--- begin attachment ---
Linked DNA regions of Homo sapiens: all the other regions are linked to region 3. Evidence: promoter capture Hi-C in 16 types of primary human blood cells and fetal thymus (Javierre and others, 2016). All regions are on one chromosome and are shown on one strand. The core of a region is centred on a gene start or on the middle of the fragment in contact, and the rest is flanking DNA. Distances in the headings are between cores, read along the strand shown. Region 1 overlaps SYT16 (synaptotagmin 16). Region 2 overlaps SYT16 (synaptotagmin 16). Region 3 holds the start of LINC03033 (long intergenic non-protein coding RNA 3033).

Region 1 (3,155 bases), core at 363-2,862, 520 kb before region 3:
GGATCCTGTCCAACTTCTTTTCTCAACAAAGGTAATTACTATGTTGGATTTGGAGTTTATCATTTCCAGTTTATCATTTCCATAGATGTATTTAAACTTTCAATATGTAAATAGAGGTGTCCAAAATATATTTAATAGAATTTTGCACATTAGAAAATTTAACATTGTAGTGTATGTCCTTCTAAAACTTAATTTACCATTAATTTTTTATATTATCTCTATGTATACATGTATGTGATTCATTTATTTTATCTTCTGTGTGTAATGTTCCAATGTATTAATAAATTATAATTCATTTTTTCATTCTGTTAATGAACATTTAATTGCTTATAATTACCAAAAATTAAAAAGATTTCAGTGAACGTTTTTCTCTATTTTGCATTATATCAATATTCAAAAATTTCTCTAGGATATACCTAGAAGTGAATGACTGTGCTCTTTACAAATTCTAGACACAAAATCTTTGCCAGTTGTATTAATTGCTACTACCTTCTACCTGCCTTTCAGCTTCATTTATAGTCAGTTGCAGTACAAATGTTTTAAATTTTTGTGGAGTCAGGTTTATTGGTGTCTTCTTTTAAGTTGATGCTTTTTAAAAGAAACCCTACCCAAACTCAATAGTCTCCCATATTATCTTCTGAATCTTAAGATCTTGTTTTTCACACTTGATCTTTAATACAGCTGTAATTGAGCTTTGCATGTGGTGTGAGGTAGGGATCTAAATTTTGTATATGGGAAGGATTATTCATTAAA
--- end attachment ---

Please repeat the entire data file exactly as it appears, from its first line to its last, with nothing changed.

Linked DNA regions of Homo sapiens: all the other regions are linked to region 3. Evidence: promoter capture Hi-C in 16 types of primary human blood cells and fetal thymus (Javierre and others, 2016). All regions are on one chromosome and are shown on one strand. The core of a region is centred on a gene start or on the middle of the fragment in contact, and the rest is flanking DNA. Distances in the headings are between cores, read along the strand shown. Region 1 overlaps SYT16 (synaptotagmin 16). Region 2 overlaps SYT16 (synaptotagmin 16). Region 3 holds the start of LINC03033 (long intergenic non-protein coding RNA 3033).

Region 1 (3,155 bases), core at 363-2,862, 520 kb before region 3:
GGATCCTGTCCAACTTCTTTTCTCAACAAAGGTAATTACTATGTTGGATTTGGAGTTTATCATTTCCAGTTTATCATTTCCATAGATGTATTTAAACTTTCAATATGTAAATAGAGGTGTCCAAAATATATTTAATAGAATTTTGCACATTAGAAAATTTAACATTGTAGTGTATGTCCTTCTAAAACTTAATTTACCATTAATTTTTTATATTATCTCTATGTATACATGTATGTGATTCATTTATTTTATCTTCTGTGTGTAATGTTCCAATGTATTAATAAATTATAATTCATTTTTTCATTCTGTTAATGAACATTTAATTGCTTATAATTACCAAAAATTAAAAAGATTTCAGTGAACGTTTTTCTCTATTTTGCATTATATCAATATTCAAAAATTTCTCTAGGATATACCTAGAAGTGAATGACTGTGCTCTTTACAAATTCTAGACACAAAATCTTTGCCAGTTGTATTAATTGCTACTACCTTCTACCTGCCTTTCAGCTTCATTTATAGTCAGTTGCAGTACAAATGTTTTAAATTTTTGTGGAGTCAGGTTTATTGGTGTCTTCTTTTAAGTTGATGCTTTTTAAAAGAAACCCTACCCAAACTCAATAGTCTCCCATATTATCTTCTGAATCTTAAGATCTTGTTTTTCACACTTGATCTTTAATACAGCTGTAATTGAGCTTTGCATGTGGTGTGAGGTAGGGATCTAAATTTTGTATATGGGAAGGATTATTCATTAAA